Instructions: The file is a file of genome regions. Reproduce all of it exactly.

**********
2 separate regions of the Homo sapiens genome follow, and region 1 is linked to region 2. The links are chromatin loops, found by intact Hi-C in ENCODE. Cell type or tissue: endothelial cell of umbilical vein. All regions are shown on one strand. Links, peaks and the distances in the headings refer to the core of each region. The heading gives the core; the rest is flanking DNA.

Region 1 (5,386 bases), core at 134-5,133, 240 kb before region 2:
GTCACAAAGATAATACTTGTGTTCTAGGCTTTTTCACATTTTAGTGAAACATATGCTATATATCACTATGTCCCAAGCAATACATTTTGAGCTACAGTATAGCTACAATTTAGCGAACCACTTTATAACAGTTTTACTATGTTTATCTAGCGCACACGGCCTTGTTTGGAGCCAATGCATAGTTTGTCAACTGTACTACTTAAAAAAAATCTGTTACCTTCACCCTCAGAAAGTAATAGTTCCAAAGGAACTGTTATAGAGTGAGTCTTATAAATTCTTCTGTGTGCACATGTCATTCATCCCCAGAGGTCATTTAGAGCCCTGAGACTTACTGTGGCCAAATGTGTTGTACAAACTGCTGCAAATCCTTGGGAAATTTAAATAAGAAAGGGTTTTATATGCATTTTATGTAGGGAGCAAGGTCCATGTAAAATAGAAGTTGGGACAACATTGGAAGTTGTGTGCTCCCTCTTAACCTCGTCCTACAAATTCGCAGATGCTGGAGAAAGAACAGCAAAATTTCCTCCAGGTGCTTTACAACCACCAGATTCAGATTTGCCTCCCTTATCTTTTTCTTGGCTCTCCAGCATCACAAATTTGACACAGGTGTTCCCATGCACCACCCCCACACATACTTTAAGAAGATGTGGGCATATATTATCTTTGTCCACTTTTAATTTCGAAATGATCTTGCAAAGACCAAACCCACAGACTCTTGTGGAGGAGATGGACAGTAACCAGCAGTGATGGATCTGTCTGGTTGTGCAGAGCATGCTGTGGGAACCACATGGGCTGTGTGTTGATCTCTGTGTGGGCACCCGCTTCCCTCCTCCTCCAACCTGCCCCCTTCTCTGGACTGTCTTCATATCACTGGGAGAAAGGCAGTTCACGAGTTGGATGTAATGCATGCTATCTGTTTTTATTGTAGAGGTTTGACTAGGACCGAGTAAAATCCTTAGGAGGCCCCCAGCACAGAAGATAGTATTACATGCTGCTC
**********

2 separate regions of the Homo sapiens genome follow, and region 1 is linked to region 2. The links are chromatin loops, found by intact Hi-C in ENCODE. Cell type or tissue: endothelial cell of umbilical vein. All regions are shown on one strand. Links, peaks and the distances in the headings refer to the core of each region. The heading gives the core; the rest is flanking DNA.

Region 1 (5,386 bases), core at 134-5,133, 240 kb before region 2:
GTCACAAAGATAATACTTGTGTTCTAGGCTTTTTCACATTTTAGTGAAACATATGCTATATATCACTATGTCCCAAGCAATACATTTTGAGCTACAGTATAGCTACAATTTAGCGAACCACTTTATAACAGTTTTACTATGTTTATCTAGCGCACACGGCCTTGTTTGGAGCCAATGCATAGTTTGTCAACTGTACTACTTAAAAAAAATCTGTTACCTTCACCCTCAGAAAGTAATAGTTCCAAAGGAACTGTTATAGAGTGAGTCTTATAAATTCTTCTGTGTGCACATGTCATTCATCCCCAGAGGTCATTTAGAGCCCTGAGACTTACTGTGGCCAAATGTGTTGTACAAACTGCTGCAAATCCTTGGGAAATTTAAATAAGAAAGGGTTTTATATGCATTTTATGTAGGGAGCAAGGTCCATGTAAAATAGAAGTTGGGACAACATTGGAAGTTGTGTGCTCCCTCTTAACCTCGTCCTACAAATTCGCAGATGCTGGAGAAAGAACAGCAAAATTTCCTCCAGGTGCTTTACAACCACCAGATTCAGATTTGCCTCCCTTATCTTTTTCTTGGCTCTCCAGCATCACAAATTTGACACAGGTGTTCCCATGCACCACCCCCACACATACTTTAAGAAGATGTGGGCATATATTATCTTTGTCCACTTTTAATTTCGAAATGATCTTGCAAAGACCAAACCCACAGACTCTTGTGGAGGAGATGGACAGTAACCAGCAGTGATGGATCTGTCTGGTTGTGCAGAGCATGCTGTGGGAACCACATGGGCTGTGTGTTGATCTCTGTGTGGGCACCCGCTTCCCTCCTCCTCCAACCTGCCCCCTTCTCTGGACTGTCTTCATATCACTGGGAGAAAGGCAGTTCACGAGTTGGATGTAATGCATGCTATCTGTTTTTATTGTAGAGGTTTGACTAGGACCGAGTAAAATCCTTAGGAGGCCCCCAGCACAGAAGATAGTATTACATGCTGCTC